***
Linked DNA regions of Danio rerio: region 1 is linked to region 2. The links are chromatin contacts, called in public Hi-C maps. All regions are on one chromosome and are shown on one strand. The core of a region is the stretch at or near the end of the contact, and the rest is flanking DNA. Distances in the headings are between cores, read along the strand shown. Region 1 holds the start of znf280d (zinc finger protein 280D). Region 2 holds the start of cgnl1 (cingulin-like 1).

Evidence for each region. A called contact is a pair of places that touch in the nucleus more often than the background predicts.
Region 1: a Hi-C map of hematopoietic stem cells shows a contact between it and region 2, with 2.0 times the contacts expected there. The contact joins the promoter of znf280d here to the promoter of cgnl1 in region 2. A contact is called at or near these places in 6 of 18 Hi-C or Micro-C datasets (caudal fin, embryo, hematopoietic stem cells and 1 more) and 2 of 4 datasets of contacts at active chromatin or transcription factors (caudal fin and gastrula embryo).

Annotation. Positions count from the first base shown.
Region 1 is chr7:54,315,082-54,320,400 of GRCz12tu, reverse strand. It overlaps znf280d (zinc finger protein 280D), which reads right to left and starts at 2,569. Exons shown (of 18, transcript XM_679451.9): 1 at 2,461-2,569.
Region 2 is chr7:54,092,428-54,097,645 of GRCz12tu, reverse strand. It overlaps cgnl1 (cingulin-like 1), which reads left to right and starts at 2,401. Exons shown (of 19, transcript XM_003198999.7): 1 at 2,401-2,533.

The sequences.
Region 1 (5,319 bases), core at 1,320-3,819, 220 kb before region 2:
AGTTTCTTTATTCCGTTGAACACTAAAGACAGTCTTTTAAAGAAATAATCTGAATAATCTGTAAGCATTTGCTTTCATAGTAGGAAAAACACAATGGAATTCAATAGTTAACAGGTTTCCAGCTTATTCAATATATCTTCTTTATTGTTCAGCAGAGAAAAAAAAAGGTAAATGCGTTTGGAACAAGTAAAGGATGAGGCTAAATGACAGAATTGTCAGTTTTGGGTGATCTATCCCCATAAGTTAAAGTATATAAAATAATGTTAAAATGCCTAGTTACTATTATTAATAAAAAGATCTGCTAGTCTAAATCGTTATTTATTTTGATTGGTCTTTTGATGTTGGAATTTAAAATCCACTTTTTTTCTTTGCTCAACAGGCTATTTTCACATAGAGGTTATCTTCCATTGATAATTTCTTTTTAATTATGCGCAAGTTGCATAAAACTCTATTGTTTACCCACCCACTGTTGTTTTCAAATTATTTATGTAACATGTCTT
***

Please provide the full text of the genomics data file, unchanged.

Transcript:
Linked DNA regions of Danio rerio: region 1 is linked to region 2. The links are chromatin contacts, called in public Hi-C maps. All regions are on one chromosome and are shown on one strand. The core of a region is the stretch at or near the end of the contact, and the rest is flanking DNA. Distances in the headings are between cores, read along the strand shown. Region 1 holds the start of znf280d (zinc finger protein 280D). Region 2 holds the start of cgnl1 (cingulin-like 1).

Evidence for each region. A called contact is a pair of places that touch in the nucleus more often than the background predicts.
Region 1: a Hi-C map of hematopoietic stem cells shows a contact between it and region 2, with 2.0 times the contacts expected there. The contact joins the promoter of znf280d here to the promoter of cgnl1 in region 2. A contact is called at or near these places in 6 of 18 Hi-C or Micro-C datasets (caudal fin, embryo, hematopoietic stem cells and 1 more) and 2 of 4 datasets of contacts at active chromatin or transcription factors (caudal fin and gastrula embryo).

Annotation. Positions count from the first base shown.
Region 1 is chr7:54,315,082-54,320,400 of GRCz12tu, reverse strand. It overlaps znf280d (zinc finger protein 280D), which reads right to left and starts at 2,569. Exons shown (of 18, transcript XM_679451.9): 1 at 2,461-2,569.
Region 2 is chr7:54,092,428-54,097,645 of GRCz12tu, reverse strand. It overlaps cgnl1 (cingulin-like 1), which reads left to right and starts at 2,401. Exons shown (of 19, transcript XM_003198999.7): 1 at 2,401-2,533.

The sequences.
Region 1 (5,319 bases), core at 1,320-3,819, 220 kb before region 2:
AGTTTCTTTATTCCGTTGAACACTAAAGACAGTCTTTTAAAGAAATAATCTGAATAATCTGTAAGCATTTGCTTTCATAGTAGGAAAAACACAATGGAATTCAATAGTTAACAGGTTTCCAGCTTATTCAATATATCTTCTTTATTGTTCAGCAGAGAAAAAAAAAGGTAAATGCGTTTGGAACAAGTAAAGGATGAGGCTAAATGACAGAATTGTCAGTTTTGGGTGATCTATCCCCATAAGTTAAAGTATATAAAATAATGTTAAAATGCCTAGTTACTATTATTAATAAAAAGATCTGCTAGTCTAAATCGTTATTTATTTTGATTGGTCTTTTGATGTTGGAATTTAAAATCCACTTTTTTTCTTTGCTCAACAGGCTATTTTCACATAGAGGTTATCTTCCATTGATAATTTCTTTTTAATTATGCGCAAGTTGCATAAAACTCTATTGTTTACCCACCCACTGTTGTTTTCAAATTATTTATGTAACATGTCTT